If we did all things we are capable of, we would literally astound ourselves.

– Thomas A. Edison

Tuesday, July 31, 2007

Multiple Choice Questions (MCQ) on Newton’s Laws of Motion

The following questions appeared in Kerala Engineering Entrance 2007 question paper:

A shell at rest at the origin explodes into three fragments of masses 1 kg, 2 kg and ‘m’ kg. The 1 kg and 2 kg pieces fly off with speeds of 5 ms–1 along the X- axis and 6 ms–1 along the Y-axis respectively. If the m kg piece flies off with speed 6.5 ms–1, the total mass of the shell must be

(a) 4 kg (b) 5 kg (c) 3.5 kg (d) 4.5 kg (e) 5.5 kg

The initial momentum of the shell is zero. Explosion of the shell involves internal forces only. Since there are no external forces, the total momentum of all the fragments of the shell taken together must be zero.

The momentum of the 1 kg fragment is 5 kg ms–1 and that of the 2 kg fragment is 12 kg ms–1. Since these are at right angles, the net momentum of these two fragments taken together is (52 + 122) = 13 kg ms–1. The momentum of the m kg fragment must be equal and opposite to this (to make the net momentum of the three fragments zero).

Therefore, m×6.5 = 13, from which m = 2 kg.

The mass of the shell is therefore 1 + 2 + 2 = 5 kg.

The following question is simple, but many among you will have certain doubts about it:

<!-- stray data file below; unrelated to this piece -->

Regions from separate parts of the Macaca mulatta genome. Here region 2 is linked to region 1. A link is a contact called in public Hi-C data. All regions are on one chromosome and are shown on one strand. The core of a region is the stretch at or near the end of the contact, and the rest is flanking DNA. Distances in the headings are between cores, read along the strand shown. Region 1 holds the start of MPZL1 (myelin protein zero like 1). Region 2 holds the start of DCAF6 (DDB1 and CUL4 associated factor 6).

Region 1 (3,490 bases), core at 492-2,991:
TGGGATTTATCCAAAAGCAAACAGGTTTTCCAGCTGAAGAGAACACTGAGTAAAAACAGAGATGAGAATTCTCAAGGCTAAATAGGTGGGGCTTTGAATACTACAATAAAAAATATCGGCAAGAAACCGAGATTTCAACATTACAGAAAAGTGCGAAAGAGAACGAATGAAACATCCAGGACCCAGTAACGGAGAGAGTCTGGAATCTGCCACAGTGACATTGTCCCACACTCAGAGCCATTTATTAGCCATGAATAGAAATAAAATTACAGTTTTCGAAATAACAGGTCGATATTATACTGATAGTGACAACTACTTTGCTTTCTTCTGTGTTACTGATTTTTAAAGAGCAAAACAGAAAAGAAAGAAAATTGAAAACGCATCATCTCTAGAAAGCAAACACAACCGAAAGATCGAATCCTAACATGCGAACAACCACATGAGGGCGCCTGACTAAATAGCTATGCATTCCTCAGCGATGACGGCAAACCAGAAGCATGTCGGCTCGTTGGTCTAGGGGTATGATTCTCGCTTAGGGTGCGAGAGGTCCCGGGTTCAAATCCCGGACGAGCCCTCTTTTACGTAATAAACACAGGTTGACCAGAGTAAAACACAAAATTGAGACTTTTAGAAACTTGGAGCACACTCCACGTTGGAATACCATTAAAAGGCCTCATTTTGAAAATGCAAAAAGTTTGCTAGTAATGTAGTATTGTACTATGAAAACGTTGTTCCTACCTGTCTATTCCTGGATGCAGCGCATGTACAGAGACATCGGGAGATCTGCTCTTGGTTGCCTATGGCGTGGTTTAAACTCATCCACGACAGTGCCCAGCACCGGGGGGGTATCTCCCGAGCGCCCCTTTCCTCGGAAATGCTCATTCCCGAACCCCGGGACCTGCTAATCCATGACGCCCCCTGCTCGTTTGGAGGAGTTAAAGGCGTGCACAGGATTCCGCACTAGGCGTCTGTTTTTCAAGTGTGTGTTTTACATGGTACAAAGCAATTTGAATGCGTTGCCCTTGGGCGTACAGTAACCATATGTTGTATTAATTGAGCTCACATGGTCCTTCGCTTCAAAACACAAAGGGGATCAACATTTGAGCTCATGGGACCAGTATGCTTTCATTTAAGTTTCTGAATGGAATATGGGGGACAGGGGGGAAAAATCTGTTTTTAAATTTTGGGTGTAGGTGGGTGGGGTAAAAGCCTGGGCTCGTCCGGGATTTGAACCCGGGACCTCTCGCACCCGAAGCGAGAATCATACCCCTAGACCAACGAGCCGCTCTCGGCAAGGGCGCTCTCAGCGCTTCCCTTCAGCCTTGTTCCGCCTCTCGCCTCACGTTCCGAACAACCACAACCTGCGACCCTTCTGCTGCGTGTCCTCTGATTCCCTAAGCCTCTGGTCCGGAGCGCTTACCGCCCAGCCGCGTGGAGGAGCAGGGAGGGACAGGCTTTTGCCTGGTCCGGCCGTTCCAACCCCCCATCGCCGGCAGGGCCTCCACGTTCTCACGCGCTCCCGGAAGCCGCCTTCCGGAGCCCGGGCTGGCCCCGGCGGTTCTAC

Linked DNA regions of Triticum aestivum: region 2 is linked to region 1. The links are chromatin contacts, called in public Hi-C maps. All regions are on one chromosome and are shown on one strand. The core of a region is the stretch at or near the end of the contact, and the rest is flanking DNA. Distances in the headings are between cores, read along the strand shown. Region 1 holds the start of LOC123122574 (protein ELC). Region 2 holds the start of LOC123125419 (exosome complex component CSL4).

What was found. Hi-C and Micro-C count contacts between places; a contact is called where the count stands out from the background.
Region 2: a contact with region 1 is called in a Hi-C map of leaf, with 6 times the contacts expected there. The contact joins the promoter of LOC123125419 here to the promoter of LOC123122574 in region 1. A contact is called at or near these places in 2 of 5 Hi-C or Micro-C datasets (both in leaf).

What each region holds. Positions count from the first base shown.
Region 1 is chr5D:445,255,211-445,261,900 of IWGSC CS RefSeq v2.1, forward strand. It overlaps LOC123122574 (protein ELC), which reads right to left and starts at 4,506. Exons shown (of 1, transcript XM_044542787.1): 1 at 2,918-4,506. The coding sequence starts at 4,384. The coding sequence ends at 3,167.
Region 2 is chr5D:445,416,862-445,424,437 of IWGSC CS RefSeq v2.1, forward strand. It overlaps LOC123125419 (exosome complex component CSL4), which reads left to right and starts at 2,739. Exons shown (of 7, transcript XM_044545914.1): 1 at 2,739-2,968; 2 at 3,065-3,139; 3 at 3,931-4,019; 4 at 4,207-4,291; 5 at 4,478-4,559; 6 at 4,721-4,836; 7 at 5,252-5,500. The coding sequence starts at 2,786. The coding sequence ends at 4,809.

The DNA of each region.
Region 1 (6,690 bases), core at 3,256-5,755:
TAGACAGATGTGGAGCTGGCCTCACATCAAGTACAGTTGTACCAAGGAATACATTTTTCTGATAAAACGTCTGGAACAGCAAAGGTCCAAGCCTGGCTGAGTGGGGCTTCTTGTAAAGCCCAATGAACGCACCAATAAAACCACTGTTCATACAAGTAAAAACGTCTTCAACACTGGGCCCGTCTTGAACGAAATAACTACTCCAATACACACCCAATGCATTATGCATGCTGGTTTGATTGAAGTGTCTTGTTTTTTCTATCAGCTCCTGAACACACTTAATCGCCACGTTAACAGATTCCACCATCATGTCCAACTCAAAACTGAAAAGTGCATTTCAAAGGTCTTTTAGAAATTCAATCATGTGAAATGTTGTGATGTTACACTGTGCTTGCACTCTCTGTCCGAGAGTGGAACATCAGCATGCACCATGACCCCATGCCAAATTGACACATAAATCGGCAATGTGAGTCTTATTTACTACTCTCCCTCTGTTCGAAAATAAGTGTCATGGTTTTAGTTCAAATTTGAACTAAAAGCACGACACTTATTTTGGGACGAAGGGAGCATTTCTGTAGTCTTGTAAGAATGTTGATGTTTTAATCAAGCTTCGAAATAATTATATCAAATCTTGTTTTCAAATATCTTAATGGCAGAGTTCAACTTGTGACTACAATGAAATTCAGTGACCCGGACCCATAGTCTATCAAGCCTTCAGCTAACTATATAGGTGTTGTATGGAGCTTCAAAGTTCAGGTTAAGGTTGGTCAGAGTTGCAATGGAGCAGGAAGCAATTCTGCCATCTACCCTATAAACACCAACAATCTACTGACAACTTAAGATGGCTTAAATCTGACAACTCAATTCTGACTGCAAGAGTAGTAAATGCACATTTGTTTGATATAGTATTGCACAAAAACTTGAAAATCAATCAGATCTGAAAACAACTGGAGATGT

A uniform rope of length ‘L’ is resting on a smooth horizontal surface. If it is pulled at one end by applying a horizontal force ‘F’ parallel to its length, what will be the tension in the rope at a distance ‘d’ from the other end?
(a) F (b) F/d (c) FL/d (d) Fd (e) Fd/L

When you work out questions on bodies connected by strings, you will assume that the string is light and therefore the tension in a segment of the string connecting two bodies will be the same everywhere. The acceleration of the system in such cases will be determined by the masses of the connected bodies only.

In the above problem, there are no bodies connected to the rope and hence the acceleration ‘a’ of the rope is determined by the mass of the rope only.

Therefore, a = F/ mL where ‘m’ is the mass per unit length of the rope.

The tension ‘T’ in the rope at the distance ‘d’ from the other end is responsible for pulling the portion of length ‘d’ of the rope. Therefore we have

T = mass × acceleration = md × F/mL = Fd/L

The following question on connected bodies is a popular one and you are expected to know how to solve it:

Three blocks of masses m1, m2 and m3 are connected by light inextensible strings and carried by a light frictionless pulley as shown. If (m1+m2) > m3, the tension in the string connecting m1 and m2 is

(a) 2m1m3g/ (m1+m2+m3)

(b) 2(m1+m2)m3g/(m1+m2+m3)

(c) m1g

(d) (m1+m2)

(e) 2m1m2m3g/ (m1+m2+m3)

Note that the tension in the string connecting m1 and m2 is different from the tension in the string connecting m2 and m3.

The common acceleration ‘a’ of the system of masses is the ratio of the net driving force to the total mass moved.

Therefore, a = (m1+m2 – m3)g/(m1+m2+m3)

The tension (T) in the string connecting m1 and m2 is produced by the apparent weight ( as in the case of motion in a lift) of the mass m1 which moves downwards with acceleration ‘a’.

Therefore, T = m1(g a) = m1[g (m1+m2 – m3)g/(m1+m2+m3)]

= m1g[1 (m1+m2 – m3)/(m1+m2+m3)]

= 2m1m3g/ (m1+m2+m3)

You will find more questions (with solution) in this section by clicking on the label ‘Newton’s laws’ below this post or on the side of this page.

Similar multiple choice questions with solution can be found at physicsplus: Multiple Choice Questions on Newton’s Laws of Motion

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